PLAYBILL ON OPENING NIGHT: Cinderella; The Very Best Foot Forward

By Harry Haun
04 Mar 2013

Marla Mindelle
Photo by Joseph Marzullo/WENN

Scripter Beane has rounded out her new and positively improved character with some good humor. “I worked with Doug in Sister Act at this same theatre with this same crew,” she notes. “I felt like he knew me and he knew my sense of humor. I felt as the show was going along that he was really writing things that he knew I could deliver and maybe get a laugh on, which I really appreciated.”

Given Gabrielle’s defection to the side of the angels, Ann Harada’s Charlotte is left holding the bag of nastiness all by her five-foot self. This change alters the punctuation of the second-act curtain-raiser—“Stepsister’s Lament” instead of “Stepsisters’ Lament,” allowing Harada to lead the other hoop-skirted lasses in berating the mysterious interloper who had just made off with the prince’s heart.

“It’s one of the classics of that score, and to be able to sing that song is really a thrill,” she says. “I love doing it. The first time we did it in front of people, it got applause right in the middle—and we were, like, ‘Oooooo! We’re singing the hit!’”

She is also the lucky recipient of some of Beane’s most bracingly contemporary wisecracks. “Ann Harada, who I like to call Ann Erota, had a nerve to say to me one time when I cut one of her lines that wasn’t working, ‘Doug, they don’t all have to be ding-dongs.’ That’s what gave me the idea. I went, ‘What if I wrote a part, and every line was a ding-dong?’ So I wrote this part for her. Every time she speaks—if it didn’t get a laugh, I’d cut it—so every time she speaks now she gets a big laugh.”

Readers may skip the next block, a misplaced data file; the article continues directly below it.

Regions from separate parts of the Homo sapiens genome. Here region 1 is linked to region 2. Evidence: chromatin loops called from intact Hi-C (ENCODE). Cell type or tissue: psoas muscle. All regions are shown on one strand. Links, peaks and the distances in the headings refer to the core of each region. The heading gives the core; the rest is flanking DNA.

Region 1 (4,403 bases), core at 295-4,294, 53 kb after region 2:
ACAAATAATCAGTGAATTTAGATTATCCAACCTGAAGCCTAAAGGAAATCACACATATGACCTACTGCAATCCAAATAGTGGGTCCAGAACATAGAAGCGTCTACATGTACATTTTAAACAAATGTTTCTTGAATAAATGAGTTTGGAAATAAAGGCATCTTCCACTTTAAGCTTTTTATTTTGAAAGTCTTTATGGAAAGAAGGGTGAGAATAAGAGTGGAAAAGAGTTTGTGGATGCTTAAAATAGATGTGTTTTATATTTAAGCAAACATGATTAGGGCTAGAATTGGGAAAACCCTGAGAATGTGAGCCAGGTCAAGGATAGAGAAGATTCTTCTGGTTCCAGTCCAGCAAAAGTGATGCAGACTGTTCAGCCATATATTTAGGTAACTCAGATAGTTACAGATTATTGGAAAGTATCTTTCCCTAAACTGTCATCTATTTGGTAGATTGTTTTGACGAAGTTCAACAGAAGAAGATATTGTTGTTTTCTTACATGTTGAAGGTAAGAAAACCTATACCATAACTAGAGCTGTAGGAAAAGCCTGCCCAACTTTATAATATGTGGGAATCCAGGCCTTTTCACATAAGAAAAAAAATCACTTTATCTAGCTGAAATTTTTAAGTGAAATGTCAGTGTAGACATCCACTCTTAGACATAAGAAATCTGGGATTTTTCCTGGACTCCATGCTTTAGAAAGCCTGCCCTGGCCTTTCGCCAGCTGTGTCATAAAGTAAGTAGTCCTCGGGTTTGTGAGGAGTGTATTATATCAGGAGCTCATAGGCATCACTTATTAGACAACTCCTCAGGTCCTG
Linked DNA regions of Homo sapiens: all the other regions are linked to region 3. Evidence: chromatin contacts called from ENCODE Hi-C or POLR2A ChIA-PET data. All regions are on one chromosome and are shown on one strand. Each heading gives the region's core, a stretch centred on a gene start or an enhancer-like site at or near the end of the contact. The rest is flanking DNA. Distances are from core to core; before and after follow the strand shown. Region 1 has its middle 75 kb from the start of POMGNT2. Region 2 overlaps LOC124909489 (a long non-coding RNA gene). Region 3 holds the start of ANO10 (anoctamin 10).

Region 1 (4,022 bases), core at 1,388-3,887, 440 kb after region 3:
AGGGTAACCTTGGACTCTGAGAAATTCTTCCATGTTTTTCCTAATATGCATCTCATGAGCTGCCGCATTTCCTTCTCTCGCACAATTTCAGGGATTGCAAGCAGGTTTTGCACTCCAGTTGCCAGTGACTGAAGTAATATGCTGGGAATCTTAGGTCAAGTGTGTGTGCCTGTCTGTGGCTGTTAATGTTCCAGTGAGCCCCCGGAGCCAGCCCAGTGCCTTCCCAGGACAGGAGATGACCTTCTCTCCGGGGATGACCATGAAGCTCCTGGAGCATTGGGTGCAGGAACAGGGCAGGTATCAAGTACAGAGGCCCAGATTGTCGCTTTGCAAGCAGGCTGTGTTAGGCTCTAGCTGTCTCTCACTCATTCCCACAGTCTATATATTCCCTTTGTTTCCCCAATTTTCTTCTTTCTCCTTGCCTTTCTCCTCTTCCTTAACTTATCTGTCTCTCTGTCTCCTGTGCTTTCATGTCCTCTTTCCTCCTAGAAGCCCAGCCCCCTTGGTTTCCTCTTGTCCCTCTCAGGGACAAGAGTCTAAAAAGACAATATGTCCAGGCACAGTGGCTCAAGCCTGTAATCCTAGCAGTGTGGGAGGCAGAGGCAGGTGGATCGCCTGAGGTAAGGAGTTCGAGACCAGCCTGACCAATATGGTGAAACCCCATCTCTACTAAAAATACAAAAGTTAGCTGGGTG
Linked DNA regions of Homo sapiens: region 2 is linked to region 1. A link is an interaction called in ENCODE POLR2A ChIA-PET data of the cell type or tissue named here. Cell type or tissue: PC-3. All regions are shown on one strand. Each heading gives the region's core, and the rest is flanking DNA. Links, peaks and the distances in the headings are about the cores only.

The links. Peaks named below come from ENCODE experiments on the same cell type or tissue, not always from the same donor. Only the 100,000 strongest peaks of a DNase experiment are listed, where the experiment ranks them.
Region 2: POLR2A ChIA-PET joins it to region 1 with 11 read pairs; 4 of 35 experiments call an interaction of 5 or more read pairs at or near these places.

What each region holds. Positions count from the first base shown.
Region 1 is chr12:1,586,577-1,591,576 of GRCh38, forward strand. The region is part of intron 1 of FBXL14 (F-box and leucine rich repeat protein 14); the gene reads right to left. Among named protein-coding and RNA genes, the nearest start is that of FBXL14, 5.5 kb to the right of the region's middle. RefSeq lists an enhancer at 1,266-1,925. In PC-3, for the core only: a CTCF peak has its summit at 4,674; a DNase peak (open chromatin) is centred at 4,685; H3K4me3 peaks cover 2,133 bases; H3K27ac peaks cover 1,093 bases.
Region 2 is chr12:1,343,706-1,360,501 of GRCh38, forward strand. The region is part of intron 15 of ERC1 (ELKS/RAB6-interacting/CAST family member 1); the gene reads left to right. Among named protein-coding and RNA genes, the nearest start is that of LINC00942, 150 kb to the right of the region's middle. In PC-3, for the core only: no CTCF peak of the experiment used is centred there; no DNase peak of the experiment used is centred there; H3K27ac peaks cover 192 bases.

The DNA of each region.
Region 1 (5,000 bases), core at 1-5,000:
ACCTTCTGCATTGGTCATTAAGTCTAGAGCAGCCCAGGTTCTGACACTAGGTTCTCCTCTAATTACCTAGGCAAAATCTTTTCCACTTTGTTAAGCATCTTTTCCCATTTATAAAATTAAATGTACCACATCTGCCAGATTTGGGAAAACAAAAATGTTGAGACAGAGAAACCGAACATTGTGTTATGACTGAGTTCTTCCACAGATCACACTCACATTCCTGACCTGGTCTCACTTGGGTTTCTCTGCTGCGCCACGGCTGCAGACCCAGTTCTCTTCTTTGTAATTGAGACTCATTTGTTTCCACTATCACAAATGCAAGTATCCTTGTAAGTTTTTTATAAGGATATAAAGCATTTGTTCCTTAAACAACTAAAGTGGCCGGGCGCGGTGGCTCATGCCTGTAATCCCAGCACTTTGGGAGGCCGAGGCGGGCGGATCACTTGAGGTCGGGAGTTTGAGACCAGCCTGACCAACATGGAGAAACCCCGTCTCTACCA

Beane says the role that was the most fun for him to write—for personal reasons—was the mean-spirited, pretentious stepmother. “Well, Madame is based on my Grandma Carter. She was bipolar, let’s say, so I loved the idea of putting that on stage. One moment she’s funny and nice, and then she’s a horror. She was big on ripping.” Behind the withering wit lurks, perhaps, his own August: Osage County.

Harriet Harris
photo by Joseph Marzullo/WENN

Harriet Harris gets her laughs with Madame’s arch elitism and selfish short-sightedness, but she refuses to hammer out an irredeemable villainess. “I think she’s like everybody’s evil stepmother. She’s a human. She’s not a monster, but she’s somebody who doesn’t put your interests first and that’s the person who should be putting your interest first because they are in charge and they should be figuring out ways to make your life wonderful—enriching your life instead of oppressing you.”

Harada and Harris are both keen on their co-stars. “Isn’t it Murderers’ Row?” says the former. “That’s how I think of it. ‘If I don’t get that laugh, you’re going to get it.’”

Harris feels the company has come together and strengthened in the playing of the piece. “That’s just a thing of balance that happens from week to week. There are things that have come into focus more. I’m sure the relationships are stronger than they were because we didn’t do this out of town. We’re doing this in front of New York. I think they knew they had a great book and a great design concept, but it does mean we needed these 40 previews to have a chance to solidify the relationships.”

Harris and Peter Bartlett, who plays something of medieval Dick Cheney for the prince, form a funny, but fleeting, alliance only once—but they play the scene in exactly the same comic key, betraying a past of comic compatibility on stage. “Paul Rudnick has written two things that Peter and I were in together—Jeffrey and Rude Entertainment, and that was at a theatre Doug used to run. This is the third time I’ve worked with Peter, and it’s the third time I’ve worked with Mark Brokaw—and I hope it’s not the last that I work with either one of them because they’re great.”